- The Washington Times - Wednesday, August 25, 2004

The Iraqi soccer players have come out against George Bush, which is gratitude for you.

They do not necessarily want to return to the good, old days of Uday Hussein and his torture chambers. Yet they see certain parallels between Uday and the leader of the free world.

As Ahmed Manajid points out to Sports Illustrated, “[Bush] has committed so many crimes.”

Don’t you love the moral relativism that has overtaken so much of the world?

Here is a 22-year-old soccer player faulting Bush in unyielding terms. What courage. He never would have made those criticisms of Saddam Hussein while the despot was in control of Iraq.

Uday would have removed the player’s tongue by now, and without providing even an anesthetic.

Make no mistake, though, that Bush is equally bad to the enlightened part of the world: the corrupt International Olympic Committee, the United Nations, the rollover thinkers of France and Germany, Hollywood and the phonies with many of our major media outlets.

The Iraqi soccer team is replete with nitwits, and Sports Illustrated is only too happy to oblige them with a forum to espouse their upside-down views and insulting opinions.

They have a strong objection to being employed in one of Bush’s re-election campaign ads and stump speeches.

The ad shows the Afghan and Iraqi flags with the words: “At this Olympics, there will be two more free nations — and two fewer terrorist regimes.”

How dare Bush bring politics to the pristine Olympics? How dare he point out his accomplishments during the election season?

The U.S. Olympic Committee says the ad could be in violation of copyright laws that restrict the use of the name Olympics in ads and political endeavors. We are obligated to consider the source. The U.S. Olympic Committee exists only because of the politically legislated funding from Capitol Hill.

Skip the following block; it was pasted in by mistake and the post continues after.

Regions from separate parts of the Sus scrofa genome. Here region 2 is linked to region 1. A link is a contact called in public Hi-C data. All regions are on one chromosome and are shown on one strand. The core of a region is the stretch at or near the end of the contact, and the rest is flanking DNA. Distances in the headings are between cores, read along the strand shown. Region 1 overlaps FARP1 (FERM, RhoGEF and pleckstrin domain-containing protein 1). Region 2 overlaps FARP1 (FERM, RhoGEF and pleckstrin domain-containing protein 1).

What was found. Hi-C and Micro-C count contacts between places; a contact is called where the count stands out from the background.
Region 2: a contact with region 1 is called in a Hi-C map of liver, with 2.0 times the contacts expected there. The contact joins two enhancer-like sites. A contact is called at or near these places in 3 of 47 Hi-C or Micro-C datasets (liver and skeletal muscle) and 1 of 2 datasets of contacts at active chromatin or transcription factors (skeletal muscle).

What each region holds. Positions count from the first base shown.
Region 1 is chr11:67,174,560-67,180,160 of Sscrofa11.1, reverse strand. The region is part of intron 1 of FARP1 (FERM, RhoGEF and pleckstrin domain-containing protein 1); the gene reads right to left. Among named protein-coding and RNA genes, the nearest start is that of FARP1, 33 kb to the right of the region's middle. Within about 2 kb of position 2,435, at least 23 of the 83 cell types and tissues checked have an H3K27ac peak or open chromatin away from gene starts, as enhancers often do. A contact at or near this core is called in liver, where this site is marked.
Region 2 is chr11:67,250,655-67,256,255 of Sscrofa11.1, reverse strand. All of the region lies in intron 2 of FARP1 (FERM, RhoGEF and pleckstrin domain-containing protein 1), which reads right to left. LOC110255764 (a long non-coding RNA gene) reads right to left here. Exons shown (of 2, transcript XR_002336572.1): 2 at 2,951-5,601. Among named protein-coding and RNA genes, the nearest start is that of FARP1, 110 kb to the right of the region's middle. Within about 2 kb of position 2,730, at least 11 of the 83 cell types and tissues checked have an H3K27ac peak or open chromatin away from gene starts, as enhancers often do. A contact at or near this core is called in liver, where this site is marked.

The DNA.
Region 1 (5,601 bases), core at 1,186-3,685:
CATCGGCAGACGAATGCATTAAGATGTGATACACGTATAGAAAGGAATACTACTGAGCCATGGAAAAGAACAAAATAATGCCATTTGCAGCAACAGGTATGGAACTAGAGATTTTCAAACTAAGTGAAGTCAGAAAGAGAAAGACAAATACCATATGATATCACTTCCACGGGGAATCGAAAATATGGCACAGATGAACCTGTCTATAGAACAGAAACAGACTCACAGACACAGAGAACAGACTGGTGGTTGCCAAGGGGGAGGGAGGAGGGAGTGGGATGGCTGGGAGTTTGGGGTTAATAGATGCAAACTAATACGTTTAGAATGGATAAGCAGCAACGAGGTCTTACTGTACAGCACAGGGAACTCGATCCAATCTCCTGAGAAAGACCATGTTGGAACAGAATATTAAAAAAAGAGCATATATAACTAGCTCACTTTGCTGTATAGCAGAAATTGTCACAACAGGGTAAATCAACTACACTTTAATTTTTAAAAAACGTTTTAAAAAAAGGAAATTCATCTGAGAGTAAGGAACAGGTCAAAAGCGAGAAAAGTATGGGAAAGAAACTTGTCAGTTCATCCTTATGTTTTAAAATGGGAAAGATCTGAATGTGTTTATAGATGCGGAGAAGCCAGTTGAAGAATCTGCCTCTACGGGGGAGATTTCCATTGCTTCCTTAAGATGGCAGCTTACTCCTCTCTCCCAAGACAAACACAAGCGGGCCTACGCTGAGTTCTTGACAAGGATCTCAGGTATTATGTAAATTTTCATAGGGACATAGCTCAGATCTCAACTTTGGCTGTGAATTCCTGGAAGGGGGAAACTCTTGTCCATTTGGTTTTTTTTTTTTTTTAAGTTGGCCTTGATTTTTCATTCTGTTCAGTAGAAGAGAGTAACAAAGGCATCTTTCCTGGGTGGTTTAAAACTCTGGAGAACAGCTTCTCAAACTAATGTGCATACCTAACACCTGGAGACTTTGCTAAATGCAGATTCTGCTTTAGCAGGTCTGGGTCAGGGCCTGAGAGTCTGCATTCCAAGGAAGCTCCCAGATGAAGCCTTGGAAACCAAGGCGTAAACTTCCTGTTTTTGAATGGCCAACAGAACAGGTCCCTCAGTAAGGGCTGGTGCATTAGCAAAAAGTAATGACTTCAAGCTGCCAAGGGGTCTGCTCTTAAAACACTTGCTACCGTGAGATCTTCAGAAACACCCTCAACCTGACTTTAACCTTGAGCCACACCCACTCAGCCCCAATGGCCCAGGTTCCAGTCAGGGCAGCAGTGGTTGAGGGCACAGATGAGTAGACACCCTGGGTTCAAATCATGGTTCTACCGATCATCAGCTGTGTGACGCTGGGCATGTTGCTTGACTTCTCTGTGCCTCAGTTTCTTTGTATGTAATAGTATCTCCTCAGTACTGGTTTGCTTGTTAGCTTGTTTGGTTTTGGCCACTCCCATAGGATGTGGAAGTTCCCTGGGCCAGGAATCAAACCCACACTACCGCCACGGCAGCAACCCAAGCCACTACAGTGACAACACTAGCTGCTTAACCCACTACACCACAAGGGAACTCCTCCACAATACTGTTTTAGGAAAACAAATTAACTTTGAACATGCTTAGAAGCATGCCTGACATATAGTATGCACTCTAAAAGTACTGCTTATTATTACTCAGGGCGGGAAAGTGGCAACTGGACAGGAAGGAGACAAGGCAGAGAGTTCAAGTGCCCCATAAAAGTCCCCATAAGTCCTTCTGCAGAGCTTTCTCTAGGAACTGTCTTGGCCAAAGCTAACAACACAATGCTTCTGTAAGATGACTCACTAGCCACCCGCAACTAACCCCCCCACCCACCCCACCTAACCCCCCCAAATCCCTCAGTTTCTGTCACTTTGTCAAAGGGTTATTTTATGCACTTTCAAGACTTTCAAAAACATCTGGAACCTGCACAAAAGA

This tempest is nauseating.

Here we have the uplifting story of the Iraqi soccer team, against all odds, advancing to the medal-round competition in Athens, and yet it is wrong of the U.S. president to take a modicum of credit for the development.

The Iraqi soccer players would be right where they are if Uday were back in Baghdad, waiting with his instruments of torture.

So you missed a penalty kick. Maybe that is worth your foot.

Talk about a team having chemistry problems. The Iraqi soccer players used to compete just to preserve their body parts. Now, released from the shackles of fear, they are able to play with a sense of freedom, which appears to have worked to their advantage.

Yet Manajid says that if it were not for the Athens Games, he would be back in Iraq taking up arms against the American troops who rescued him and the rest of Iraq. He would be in the camp of the fat fellow with the turban.

“I want to defend my home,” Manajid says. “If a stranger invades America and the people resist, does that mean they are terrorists?”

It means they are part of the problem, is what it means.

Let the sickening wimps at CNN come up with the proper euphemisms for those who remove heads, blow up innocents, fly commercial jets into buildings and treat women as pieces of property.

Here is another news flash for the Iraqi soccer players and the like-minded:

We already have been invaded. We already are at war, whether Michael Moore and the death wish crowd agree or not. We can sit back and huddle in a corner with Bruce Springsteen, or we can go abroad and eliminate the two-legged cockroaches. It is a very simple proposition.

The IOC is not unlike the United Nations. It peddles a fantasy while its members fill their pockets with the gold of the host city.

The IOC members have been exposed as frauds so many times that it is hardly worth mentioning. They are what they are.

If the world is inclined to go along with it, fine.

Just spare us your moral indignation of politics being injected into the Olympics.

You are ingrates, all of you.

You want to take up arms against the American troops who removed the demented Saddam and his two sons from power?

Die already, and take the fat fellow with the turban with you.

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